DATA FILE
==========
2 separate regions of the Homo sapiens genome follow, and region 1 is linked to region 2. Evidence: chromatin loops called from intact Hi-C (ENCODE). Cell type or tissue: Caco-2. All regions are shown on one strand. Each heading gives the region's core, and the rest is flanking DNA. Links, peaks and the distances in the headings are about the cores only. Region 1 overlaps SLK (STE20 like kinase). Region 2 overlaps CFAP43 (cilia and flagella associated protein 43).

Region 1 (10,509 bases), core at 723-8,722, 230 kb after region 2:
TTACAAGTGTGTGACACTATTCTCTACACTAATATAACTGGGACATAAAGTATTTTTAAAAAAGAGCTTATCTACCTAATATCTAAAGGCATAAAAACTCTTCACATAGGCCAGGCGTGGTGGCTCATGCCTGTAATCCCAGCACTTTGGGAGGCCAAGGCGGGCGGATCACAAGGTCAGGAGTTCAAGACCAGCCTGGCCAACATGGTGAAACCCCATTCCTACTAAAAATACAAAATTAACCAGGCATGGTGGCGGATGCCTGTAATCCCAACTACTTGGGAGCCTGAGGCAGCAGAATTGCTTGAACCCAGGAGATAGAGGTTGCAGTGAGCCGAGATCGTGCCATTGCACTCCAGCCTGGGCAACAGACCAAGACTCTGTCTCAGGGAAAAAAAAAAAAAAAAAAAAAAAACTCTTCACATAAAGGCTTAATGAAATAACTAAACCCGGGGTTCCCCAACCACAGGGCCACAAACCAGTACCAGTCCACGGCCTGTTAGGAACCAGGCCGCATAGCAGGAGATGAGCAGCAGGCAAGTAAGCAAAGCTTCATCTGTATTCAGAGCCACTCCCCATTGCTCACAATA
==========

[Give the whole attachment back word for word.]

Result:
2 separate regions of the Homo sapiens genome follow, and region 1 is linked to region 2. Evidence: chromatin loops called from intact Hi-C (ENCODE). Cell type or tissue: Caco-2. All regions are shown on one strand. Each heading gives the region's core, and the rest is flanking DNA. Links, peaks and the distances in the headings are about the cores only. Region 1 overlaps SLK (STE20 like kinase). Region 2 overlaps CFAP43 (cilia and flagella associated protein 43).

Region 1 (10,509 bases), core at 723-8,722, 230 kb after region 2:
TTACAAGTGTGTGACACTATTCTCTACACTAATATAACTGGGACATAAAGTATTTTTAAAAAAGAGCTTATCTACCTAATATCTAAAGGCATAAAAACTCTTCACATAGGCCAGGCGTGGTGGCTCATGCCTGTAATCCCAGCACTTTGGGAGGCCAAGGCGGGCGGATCACAAGGTCAGGAGTTCAAGACCAGCCTGGCCAACATGGTGAAACCCCATTCCTACTAAAAATACAAAATTAACCAGGCATGGTGGCGGATGCCTGTAATCCCAACTACTTGGGAGCCTGAGGCAGCAGAATTGCTTGAACCCAGGAGATAGAGGTTGCAGTGAGCCGAGATCGTGCCATTGCACTCCAGCCTGGGCAACAGACCAAGACTCTGTCTCAGGGAAAAAAAAAAAAAAAAAAAAAAAACTCTTCACATAAAGGCTTAATGAAATAACTAAACCCGGGGTTCCCCAACCACAGGGCCACAAACCAGTACCAGTCCACGGCCTGTTAGGAACCAGGCCGCATAGCAGGAGATGAGCAGCAGGCAAGTAAGCAAAGCTTCATCTGTATTCAGAGCCACTCCCCATTGCTCACAATA